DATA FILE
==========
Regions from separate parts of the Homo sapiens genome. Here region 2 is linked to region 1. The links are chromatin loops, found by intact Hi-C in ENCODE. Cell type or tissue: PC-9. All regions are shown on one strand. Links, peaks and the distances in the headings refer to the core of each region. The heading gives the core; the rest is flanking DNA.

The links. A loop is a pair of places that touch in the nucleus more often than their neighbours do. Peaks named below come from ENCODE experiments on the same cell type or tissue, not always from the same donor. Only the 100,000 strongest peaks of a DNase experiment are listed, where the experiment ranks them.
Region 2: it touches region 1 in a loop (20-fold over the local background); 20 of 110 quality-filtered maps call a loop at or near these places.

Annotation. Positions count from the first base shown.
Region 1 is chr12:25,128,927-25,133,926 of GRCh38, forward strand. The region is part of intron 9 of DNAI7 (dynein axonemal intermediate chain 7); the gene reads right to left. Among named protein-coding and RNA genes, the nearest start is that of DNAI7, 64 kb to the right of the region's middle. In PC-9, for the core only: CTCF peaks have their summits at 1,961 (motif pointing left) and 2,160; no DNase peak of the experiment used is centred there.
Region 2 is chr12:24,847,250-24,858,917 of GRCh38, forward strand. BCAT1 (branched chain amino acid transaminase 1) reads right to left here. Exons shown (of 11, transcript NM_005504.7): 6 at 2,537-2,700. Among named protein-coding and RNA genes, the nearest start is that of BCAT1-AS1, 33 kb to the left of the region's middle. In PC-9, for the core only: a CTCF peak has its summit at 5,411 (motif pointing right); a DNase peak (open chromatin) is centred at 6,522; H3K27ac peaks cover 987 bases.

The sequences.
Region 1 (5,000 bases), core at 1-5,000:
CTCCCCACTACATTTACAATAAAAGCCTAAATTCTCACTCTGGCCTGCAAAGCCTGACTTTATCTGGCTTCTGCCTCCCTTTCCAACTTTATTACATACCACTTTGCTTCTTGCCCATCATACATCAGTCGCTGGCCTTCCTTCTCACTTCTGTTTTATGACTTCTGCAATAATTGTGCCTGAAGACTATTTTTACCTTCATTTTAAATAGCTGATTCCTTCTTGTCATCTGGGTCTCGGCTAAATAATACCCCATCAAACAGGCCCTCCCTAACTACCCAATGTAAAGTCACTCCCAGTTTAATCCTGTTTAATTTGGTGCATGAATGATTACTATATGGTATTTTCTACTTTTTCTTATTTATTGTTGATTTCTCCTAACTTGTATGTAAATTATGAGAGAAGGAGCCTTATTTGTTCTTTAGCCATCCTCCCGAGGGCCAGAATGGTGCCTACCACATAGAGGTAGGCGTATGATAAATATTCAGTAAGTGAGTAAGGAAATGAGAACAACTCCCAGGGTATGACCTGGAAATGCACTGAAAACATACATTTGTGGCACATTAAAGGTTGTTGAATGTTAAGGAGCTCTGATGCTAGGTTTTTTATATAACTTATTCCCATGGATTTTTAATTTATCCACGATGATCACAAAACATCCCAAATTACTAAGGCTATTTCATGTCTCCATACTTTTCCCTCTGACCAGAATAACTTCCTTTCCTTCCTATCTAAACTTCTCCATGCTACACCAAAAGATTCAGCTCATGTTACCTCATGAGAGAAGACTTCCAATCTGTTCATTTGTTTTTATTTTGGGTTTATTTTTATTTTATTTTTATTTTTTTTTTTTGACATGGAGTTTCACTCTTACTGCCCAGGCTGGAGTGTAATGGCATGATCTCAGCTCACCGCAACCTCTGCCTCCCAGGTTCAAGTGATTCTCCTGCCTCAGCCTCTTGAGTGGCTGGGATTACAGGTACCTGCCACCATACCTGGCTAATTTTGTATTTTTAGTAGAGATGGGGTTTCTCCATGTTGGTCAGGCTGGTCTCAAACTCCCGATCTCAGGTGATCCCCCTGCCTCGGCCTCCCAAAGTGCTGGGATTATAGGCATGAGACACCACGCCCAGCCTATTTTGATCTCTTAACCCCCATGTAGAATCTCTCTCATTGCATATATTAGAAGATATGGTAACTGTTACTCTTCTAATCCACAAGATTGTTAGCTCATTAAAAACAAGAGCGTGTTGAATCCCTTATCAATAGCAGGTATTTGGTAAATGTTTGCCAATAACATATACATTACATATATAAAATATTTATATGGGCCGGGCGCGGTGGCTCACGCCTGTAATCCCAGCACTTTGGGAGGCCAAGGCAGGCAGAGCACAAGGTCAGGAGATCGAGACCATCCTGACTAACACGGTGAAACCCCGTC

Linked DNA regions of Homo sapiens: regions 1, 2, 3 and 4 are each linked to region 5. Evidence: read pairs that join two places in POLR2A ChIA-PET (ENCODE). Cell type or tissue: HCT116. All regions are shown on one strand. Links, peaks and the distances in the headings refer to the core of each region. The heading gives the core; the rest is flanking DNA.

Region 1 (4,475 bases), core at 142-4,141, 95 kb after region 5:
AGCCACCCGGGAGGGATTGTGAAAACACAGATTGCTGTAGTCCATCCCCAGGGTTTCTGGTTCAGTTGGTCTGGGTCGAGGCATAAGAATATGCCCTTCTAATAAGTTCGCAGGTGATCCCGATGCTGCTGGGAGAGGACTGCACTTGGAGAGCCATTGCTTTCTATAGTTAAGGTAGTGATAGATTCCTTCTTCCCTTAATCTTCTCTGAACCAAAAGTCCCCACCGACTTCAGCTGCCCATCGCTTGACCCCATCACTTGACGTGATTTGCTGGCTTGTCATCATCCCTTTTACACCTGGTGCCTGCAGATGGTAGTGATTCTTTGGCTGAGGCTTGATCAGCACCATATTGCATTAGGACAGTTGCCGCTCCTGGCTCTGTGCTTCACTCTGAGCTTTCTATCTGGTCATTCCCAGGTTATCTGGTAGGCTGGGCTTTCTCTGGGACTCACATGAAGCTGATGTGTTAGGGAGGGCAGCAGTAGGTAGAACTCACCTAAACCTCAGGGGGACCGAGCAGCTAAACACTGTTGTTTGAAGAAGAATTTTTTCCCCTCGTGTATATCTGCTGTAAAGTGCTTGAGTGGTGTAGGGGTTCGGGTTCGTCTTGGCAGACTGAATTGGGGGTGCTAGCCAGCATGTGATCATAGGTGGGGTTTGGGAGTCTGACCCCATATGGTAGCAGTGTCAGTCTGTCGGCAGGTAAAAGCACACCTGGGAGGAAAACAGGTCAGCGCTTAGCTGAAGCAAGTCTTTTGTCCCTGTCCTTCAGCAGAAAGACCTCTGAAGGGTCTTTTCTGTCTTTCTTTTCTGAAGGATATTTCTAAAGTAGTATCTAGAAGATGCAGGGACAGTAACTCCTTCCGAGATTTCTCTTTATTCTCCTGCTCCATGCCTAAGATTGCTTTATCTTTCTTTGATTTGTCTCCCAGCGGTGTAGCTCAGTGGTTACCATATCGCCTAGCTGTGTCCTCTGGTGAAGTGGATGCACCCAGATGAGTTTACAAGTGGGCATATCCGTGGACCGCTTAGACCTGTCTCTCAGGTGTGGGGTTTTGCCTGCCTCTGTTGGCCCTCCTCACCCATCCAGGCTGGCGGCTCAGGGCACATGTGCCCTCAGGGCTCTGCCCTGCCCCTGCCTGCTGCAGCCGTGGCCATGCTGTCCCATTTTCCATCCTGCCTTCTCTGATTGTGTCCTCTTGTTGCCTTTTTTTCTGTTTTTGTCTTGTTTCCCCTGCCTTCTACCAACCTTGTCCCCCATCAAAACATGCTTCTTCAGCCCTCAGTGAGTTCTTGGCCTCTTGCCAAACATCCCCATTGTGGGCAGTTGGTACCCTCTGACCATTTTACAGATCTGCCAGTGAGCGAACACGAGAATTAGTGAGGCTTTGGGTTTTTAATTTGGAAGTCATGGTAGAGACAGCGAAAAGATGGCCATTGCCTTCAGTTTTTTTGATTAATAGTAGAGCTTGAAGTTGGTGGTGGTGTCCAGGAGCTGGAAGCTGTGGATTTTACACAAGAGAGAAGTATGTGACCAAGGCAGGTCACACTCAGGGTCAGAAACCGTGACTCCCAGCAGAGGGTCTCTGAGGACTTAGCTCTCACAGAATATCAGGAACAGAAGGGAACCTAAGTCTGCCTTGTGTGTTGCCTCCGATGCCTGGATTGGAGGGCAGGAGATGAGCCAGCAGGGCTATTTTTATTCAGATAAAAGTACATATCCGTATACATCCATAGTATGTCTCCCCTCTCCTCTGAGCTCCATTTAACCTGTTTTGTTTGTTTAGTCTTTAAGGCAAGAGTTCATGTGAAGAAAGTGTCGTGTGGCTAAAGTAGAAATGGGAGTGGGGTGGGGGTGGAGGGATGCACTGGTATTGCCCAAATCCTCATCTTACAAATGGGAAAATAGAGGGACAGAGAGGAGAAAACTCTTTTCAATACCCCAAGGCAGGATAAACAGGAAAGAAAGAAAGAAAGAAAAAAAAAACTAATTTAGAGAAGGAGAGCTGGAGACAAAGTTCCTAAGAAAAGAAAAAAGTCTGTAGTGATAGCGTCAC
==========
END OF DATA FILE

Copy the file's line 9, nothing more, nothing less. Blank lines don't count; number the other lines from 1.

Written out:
CTCCCCACTACATTTACAATAAAAGCCTAAATTCTCACTCTGGCCTGCAAAGCCTGACTTTATCTGGCTTCTGCCTCCCTTTCCAACTTTATTACATACCACTTTGCTTCTTGCCCATCATACATCAGTCGCTGGCCTTCCTTCTCACTTCTGTTTTATGACTTCTGCAATAATTGTGCCTGAAGACTATTTTTACCTTCATTTTAAATAGCTGATTCCTTCTTGTCATCTGGGTCTCGGCTAAATAATACCCCATCAAACAGGCCCTCCCTAACTACCCAATGTAAAGTCACTCCCAGTTTAATCCTGTTTAATTTGGTGCATGAATGATTACTATATGGTATTTTCTACTTTTTCTTATTTATTGTTGATTTCTCCTAACTTGTATGTAAATTATGAGAGAAGGAGCCTTATTTGTTCTTTAGCCATCCTCCCGAGGGCCAGAATGGTGCCTACCACATAGAGGTAGGCGTATGATAAATATTCAGTAAGTGAGTAAGGAAATGAGAACAACTCCCAGGGTATGACCTGGAAATGCACTGAAAACATACATTTGTGGCACATTAAAGGTTGTTGAATGTTAAGGAGCTCTGATGCTAGGTTTTTTATATAACTTATTCCCATGGATTTTTAATTTATCCACGATGATCACAAAACATCCCAAATTACTAAGGCTATTTCATGTCTCCATACTTTTCCCTCTGACCAGAATAACTTCCTTTCCTTCCTATCTAAACTTCTCCATGCTACACCAAAAGATTCAGCTCATGTTACCTCATGAGAGAAGACTTCCAATCTGTTCATTTGTTTTTATTTTGGGTTTATTTTTATTTTATTTTTATTTTTTTTTTTTGACATGGAGTTTCACTCTTACTGCCCAGGCTGGAGTGTAATGGCATGATCTCAGCTCACCGCAACCTCTGCCTCCCAGGTTCAAGTGATTCTCCTGCCTCAGCCTCTTGAGTGGCTGGGATTACAGGTACCTGCCACCATACCTGGCTAATTTTGTATTTTTAGTAGAGATGGGGTTTCTCCATGTTGGTCAGGCTGGTCTCAAACTCCCGATCTCAGGTGATCCCCCTGCCTCGGCCTCCCAAAGTGCTGGGATTATAGGCATGAGACACCACGCCCAGCCTATTTTGATCTCTTAACCCCCATGTAGAATCTCTCTCATTGCATATATTAGAAGATATGGTAACTGTTACTCTTCTAATCCACAAGATTGTTAGCTCATTAAAAACAAGAGCGTGTTGAATCCCTTATCAATAGCAGGTATTTGGTAAATGTTTGCCAATAACATATACATTACATATATAAAATATTTATATGGGCCGGGCGCGGTGGCTCACGCCTGTAATCCCAGCACTTTGGGAGGCCAAGGCAGGCAGAGCACAAGGTCAGGAGATCGAGACCATCCTGACTAACACGGTGAAACCCCGTC